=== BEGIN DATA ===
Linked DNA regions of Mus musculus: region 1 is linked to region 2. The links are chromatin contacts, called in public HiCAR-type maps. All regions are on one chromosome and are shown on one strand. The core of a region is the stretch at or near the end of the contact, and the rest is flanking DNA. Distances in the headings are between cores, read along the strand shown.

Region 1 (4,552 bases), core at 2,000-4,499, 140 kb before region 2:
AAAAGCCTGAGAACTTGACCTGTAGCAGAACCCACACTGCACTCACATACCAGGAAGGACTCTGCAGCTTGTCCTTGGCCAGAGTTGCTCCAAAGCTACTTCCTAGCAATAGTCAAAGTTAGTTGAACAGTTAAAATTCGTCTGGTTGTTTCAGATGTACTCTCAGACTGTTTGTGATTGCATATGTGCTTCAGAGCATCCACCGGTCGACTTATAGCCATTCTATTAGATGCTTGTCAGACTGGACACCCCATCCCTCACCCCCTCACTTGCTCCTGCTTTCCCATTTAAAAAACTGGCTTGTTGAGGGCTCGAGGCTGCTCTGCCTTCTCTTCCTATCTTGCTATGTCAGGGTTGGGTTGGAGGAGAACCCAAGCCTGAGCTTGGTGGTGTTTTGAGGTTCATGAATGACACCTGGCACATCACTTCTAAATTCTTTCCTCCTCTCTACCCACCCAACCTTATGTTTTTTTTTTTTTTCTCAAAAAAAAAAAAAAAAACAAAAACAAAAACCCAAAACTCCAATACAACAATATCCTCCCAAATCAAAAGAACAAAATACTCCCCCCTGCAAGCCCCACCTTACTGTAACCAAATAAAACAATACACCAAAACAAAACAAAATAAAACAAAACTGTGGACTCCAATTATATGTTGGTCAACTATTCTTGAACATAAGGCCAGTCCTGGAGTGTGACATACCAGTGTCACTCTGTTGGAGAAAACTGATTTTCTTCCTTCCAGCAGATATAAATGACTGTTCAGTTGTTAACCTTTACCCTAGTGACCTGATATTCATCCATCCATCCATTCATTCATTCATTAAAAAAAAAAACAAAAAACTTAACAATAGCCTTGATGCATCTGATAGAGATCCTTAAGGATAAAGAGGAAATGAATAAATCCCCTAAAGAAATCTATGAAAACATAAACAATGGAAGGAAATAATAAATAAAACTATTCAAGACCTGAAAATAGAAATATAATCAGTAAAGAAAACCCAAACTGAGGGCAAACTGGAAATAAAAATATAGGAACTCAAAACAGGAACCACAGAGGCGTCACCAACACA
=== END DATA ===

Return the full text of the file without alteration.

Linked DNA regions of Mus musculus: region 1 is linked to region 2. The links are chromatin contacts, called in public HiCAR-type maps. All regions are on one chromosome and are shown on one strand. The core of a region is the stretch at or near the end of the contact, and the rest is flanking DNA. Distances in the headings are between cores, read along the strand shown.

Region 1 (4,552 bases), core at 2,000-4,499, 140 kb before region 2:
AAAAGCCTGAGAACTTGACCTGTAGCAGAACCCACACTGCACTCACATACCAGGAAGGACTCTGCAGCTTGTCCTTGGCCAGAGTTGCTCCAAAGCTACTTCCTAGCAATAGTCAAAGTTAGTTGAACAGTTAAAATTCGTCTGGTTGTTTCAGATGTACTCTCAGACTGTTTGTGATTGCATATGTGCTTCAGAGCATCCACCGGTCGACTTATAGCCATTCTATTAGATGCTTGTCAGACTGGACACCCCATCCCTCACCCCCTCACTTGCTCCTGCTTTCCCATTTAAAAAACTGGCTTGTTGAGGGCTCGAGGCTGCTCTGCCTTCTCTTCCTATCTTGCTATGTCAGGGTTGGGTTGGAGGAGAACCCAAGCCTGAGCTTGGTGGTGTTTTGAGGTTCATGAATGACACCTGGCACATCACTTCTAAATTCTTTCCTCCTCTCTACCCACCCAACCTTATGTTTTTTTTTTTTTTCTCAAAAAAAAAAAAAAAAACAAAAACAAAAACCCAAAACTCCAATACAACAATATCCTCCCAAATCAAAAGAACAAAATACTCCCCCCTGCAAGCCCCACCTTACTGTAACCAAATAAAACAATACACCAAAACAAAACAAAATAAAACAAAACTGTGGACTCCAATTATATGTTGGTCAACTATTCTTGAACATAAGGCCAGTCCTGGAGTGTGACATACCAGTGTCACTCTGTTGGAGAAAACTGATTTTCTTCCTTCCAGCAGATATAAATGACTGTTCAGTTGTTAACCTTTACCCTAGTGACCTGATATTCATCCATCCATCCATTCATTCATTCATTAAAAAAAAAAACAAAAAACTTAACAATAGCCTTGATGCATCTGATAGAGATCCTTAAGGATAAAGAGGAAATGAATAAATCCCCTAAAGAAATCTATGAAAACATAAACAATGGAAGGAAATAATAAATAAAACTATTCAAGACCTGAAAATAGAAATATAATCAGTAAAGAAAACCCAAACTGAGGGCAAACTGGAAATAAAAATATAGGAACTCAAAACAGGAACCACAGAGGCGTCACCAACACA